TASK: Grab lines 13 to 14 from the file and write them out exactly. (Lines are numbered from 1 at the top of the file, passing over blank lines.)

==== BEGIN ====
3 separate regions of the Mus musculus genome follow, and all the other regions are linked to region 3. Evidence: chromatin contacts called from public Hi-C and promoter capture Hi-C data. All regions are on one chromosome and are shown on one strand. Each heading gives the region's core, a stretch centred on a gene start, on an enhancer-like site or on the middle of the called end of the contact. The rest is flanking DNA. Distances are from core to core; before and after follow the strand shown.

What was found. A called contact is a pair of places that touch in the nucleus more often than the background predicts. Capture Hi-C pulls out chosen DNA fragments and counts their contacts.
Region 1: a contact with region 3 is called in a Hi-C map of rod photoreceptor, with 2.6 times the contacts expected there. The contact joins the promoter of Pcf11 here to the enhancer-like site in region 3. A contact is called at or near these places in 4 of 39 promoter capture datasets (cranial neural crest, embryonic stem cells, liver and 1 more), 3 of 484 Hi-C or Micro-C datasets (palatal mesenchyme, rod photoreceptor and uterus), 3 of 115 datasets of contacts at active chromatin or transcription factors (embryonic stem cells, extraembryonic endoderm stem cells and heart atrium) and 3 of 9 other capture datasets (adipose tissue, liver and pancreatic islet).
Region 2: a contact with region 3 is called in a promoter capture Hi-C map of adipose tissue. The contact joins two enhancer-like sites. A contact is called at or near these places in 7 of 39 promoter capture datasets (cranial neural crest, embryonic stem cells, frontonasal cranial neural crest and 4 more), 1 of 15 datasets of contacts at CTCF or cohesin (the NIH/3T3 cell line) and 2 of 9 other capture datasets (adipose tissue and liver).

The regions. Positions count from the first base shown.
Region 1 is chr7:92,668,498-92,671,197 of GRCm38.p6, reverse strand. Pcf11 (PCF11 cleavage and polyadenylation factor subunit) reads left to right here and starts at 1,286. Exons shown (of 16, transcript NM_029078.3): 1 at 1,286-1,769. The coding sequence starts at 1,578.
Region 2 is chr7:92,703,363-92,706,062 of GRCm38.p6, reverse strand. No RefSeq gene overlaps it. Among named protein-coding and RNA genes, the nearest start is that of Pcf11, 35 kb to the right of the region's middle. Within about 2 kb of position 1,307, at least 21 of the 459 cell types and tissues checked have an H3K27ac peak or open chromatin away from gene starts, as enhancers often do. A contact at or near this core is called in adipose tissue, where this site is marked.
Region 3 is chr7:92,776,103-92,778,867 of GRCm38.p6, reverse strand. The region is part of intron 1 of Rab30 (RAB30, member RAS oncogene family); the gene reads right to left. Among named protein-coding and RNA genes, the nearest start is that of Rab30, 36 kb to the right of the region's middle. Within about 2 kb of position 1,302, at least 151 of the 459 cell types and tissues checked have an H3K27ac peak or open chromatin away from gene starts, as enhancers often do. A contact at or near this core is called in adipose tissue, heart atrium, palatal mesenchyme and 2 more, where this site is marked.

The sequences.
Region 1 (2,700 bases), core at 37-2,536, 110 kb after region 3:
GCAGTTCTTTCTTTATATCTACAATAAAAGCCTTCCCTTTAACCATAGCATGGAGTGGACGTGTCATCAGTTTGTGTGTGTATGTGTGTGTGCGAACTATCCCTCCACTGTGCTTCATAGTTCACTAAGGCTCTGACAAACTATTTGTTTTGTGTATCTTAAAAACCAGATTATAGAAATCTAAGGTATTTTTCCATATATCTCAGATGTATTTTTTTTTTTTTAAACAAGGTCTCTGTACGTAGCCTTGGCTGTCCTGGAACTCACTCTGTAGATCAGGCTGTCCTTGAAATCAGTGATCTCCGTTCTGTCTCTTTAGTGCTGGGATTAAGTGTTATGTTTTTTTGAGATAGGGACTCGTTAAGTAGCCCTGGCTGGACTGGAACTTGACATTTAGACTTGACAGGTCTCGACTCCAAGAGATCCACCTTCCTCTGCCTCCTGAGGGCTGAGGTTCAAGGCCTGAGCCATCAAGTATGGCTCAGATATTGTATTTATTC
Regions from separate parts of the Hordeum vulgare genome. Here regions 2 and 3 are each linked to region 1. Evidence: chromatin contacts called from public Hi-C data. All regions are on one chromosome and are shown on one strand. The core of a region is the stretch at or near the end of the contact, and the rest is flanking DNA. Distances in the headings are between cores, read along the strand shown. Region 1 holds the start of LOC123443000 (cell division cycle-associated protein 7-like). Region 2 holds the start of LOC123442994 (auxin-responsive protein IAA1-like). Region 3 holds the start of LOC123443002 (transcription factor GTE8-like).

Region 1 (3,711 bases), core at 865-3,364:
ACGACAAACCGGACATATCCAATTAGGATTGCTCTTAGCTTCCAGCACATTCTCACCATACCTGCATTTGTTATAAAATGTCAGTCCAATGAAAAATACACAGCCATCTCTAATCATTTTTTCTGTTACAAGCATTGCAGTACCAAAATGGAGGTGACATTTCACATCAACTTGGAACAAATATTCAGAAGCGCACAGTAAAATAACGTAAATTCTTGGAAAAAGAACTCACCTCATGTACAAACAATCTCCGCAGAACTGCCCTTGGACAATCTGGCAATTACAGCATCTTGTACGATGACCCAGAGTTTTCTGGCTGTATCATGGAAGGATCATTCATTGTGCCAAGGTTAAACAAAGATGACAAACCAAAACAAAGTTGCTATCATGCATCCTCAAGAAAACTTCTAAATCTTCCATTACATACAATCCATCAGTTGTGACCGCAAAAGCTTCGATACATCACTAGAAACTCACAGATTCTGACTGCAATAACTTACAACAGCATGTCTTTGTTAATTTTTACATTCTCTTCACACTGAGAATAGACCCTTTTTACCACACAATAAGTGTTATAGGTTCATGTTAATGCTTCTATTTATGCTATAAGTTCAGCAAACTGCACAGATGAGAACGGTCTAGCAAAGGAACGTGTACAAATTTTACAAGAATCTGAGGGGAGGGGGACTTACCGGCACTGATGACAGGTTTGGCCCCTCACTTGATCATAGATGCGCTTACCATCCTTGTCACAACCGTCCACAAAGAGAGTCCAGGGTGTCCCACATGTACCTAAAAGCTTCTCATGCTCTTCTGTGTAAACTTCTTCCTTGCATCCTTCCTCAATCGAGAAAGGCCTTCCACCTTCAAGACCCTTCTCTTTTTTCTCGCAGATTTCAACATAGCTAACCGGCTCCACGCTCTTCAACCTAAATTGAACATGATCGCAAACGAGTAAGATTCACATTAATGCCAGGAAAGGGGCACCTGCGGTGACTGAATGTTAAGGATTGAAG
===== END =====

Region 1 (3,711 bases), core at 865-3,364:
ACGACAAACCGGACATATCCAATTAGGATTGCTCTTAGCTTCCAGCACATTCTCACCATACCTGCATTTGTTATAAAATGTCAGTCCAATGAAAAATACACAGCCATCTCTAATCATTTTTTCTGTTACAAGCATTGCAGTACCAAAATGGAGGTGACATTTCACATCAACTTGGAACAAATATTCAGAAGCGCACAGTAAAATAACGTAAATTCTTGGAAAAAGAACTCACCTCATGTACAAACAATCTCCGCAGAACTGCCCTTGGACAATCTGGCAATTACAGCATCTTGTACGATGACCCAGAGTTTTCTGGCTGTATCATGGAAGGATCATTCATTGTGCCAAGGTTAAACAAAGATGACAAACCAAAACAAAGTTGCTATCATGCATCCTCAAGAAAACTTCTAAATCTTCCATTACATACAATCCATCAGTTGTGACCGCAAAAGCTTCGATACATCACTAGAAACTCACAGATTCTGACTGCAATAACTTACAACAGCATGTCTTTGTTAATTTTTACATTCTCTTCACACTGAGAATAGACCCTTTTTACCACACAATAAGTGTTATAGGTTCATGTTAATGCTTCTATTTATGCTATAAGTTCAGCAAACTGCACAGATGAGAACGGTCTAGCAAAGGAACGTGTACAAATTTTACAAGAATCTGAGGGGAGGGGGACTTACCGGCACTGATGACAGGTTTGGCCCCTCACTTGATCATAGATGCGCTTACCATCCTTGTCACAACCGTCCACAAAGAGAGTCCAGGGTGTCCCACATGTACCTAAAAGCTTCTCATGCTCTTCTGTGTAAACTTCTTCCTTGCATCCTTCCTCAATCGAGAAAGGCCTTCCACCTTCAAGACCCTTCTCTTTTTTCTCGCAGATTTCAACATAGCTAACCGGCTCCACGCTCTTCAACCTAAATTGAACATGATCGCAAACGAGTAAGATTCACATTAATGCCAGGAAAGGGGCACCTGCGGTGACTGAATGTTAAGGATTGAAG